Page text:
One Step Forward, Two Steps Back for Human Rights in Eastern India

Kartam Joga

Former prisoner of conscience and Adivasi rights activist Kartam Joga has been released in India.© Private

This week brought a rare bit of good news for human rights in the poor, rural, tribal districts of eastern India. After spending over two years in jail on false charges, human rights activist Kartam Joga was finally acquitted of all charges. Like Binayak Sen, TG Ajay, Kopa Kunjam, Ramesh Agrawal, and Harihar Patel before him, the government of Chhattisgarh tried to silence Kartam Joga for daring to demand that human rights and democratic principles be respected in Chhattisgarh. And once again, the courts found that the state had no case.

But that hasn’t stopped Chhattisgarh from continuing to imprison peaceful critics. Journalist Lingaram Kodopi and activist Soni Sori – both tortured by police – remain in custody after over a year in jail (Act here to demand their release).


Amnesty Groups Mobilize for Rights of Indigenous People in India

Kartam Joga

Human rights defender and prisoner of conscience, Kartam Joga.

Since 2005, Chhattisgarh has been at war with armed Maoist insurgents while aggressively pursuing massive and environmentally destructive development projects.

Not surprisingly, human rights have been pushed aside as an impediment to fighting terrorism and as a hindrance to development. Again and again, the Chhattisgarh government has jailed human rights, environmental, and indigenous activists on politically-motivated charges including Binayak Sen, Kartam Joga, Kopa Kunjam, Ramesh Agrawal, Harihar Patel, and most recently Lingaram Kodopi .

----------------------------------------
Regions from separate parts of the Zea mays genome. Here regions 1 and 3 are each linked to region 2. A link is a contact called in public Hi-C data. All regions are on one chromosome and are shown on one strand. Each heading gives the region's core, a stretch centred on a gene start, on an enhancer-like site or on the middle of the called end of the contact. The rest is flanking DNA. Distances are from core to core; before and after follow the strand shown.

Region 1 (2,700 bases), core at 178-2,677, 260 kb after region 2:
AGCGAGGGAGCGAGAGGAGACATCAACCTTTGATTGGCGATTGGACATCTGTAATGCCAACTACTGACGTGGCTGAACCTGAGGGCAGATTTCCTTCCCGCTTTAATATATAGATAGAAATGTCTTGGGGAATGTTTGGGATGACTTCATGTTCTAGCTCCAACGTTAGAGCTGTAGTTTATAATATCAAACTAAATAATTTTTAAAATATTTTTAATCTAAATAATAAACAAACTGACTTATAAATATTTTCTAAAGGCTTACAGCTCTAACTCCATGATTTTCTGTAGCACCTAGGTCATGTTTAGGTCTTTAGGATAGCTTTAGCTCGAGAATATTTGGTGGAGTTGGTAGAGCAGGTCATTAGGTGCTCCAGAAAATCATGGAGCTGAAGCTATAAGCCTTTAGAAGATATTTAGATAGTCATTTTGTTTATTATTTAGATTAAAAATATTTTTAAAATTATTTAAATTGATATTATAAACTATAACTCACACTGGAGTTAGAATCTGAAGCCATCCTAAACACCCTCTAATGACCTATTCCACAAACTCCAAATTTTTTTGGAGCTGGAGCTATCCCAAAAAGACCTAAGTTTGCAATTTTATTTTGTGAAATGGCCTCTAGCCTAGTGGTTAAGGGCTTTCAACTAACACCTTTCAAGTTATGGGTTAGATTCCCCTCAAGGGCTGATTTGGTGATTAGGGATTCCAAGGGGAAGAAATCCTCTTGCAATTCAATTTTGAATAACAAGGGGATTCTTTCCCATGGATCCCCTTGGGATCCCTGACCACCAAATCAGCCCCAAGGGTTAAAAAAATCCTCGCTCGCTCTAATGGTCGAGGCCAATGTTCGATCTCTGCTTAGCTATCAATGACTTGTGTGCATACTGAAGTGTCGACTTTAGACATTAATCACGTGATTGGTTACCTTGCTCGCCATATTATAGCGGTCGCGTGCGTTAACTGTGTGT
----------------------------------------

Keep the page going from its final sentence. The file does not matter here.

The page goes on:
It has created and supported armed ant-Maoist militias that the Indian Supreme Court has since ruled unconstitutional. Thousands of locals caught in the crossfire or suspected of being Maoist sympathizers have been killed, tens of thousands have been forced from their homes. Rapes and extrajudicial killings are carried out with impunity.


Toxic Red Mud Doesn't Seem To Improve Livelihoods in India

The Indian state of Orissa is where the Vedanta Aluminum Company (Indian-based subsidiary of a UK multi-national) runs a refinery in Lanjigarh. This refinery is home to a nearly overflowing 92 billion liter (24 million gallon) pond of rather innocent sounding red mud. Already this year, video shot by local residents show the walls of the pond being breached and streets being flooded.  Compared to what is to come, the leaks have been relatively small.

When the monsoons come however, over 4,000 families in 12 villages will be threatened.

And red mud is not as innocent as it sounds. It is the leftovers of the aluminum refining process that includes highly toxic alkaline chemicals and radioactive materials. When the pond overflows its walls, red mud will contaminate drinking water, farmland, and homes, leaving environmental devastation in its wake and threatening the health and lives of thousands of people. This may sound familiar. Just last year a red mud spill in Hungary did the exact same thing.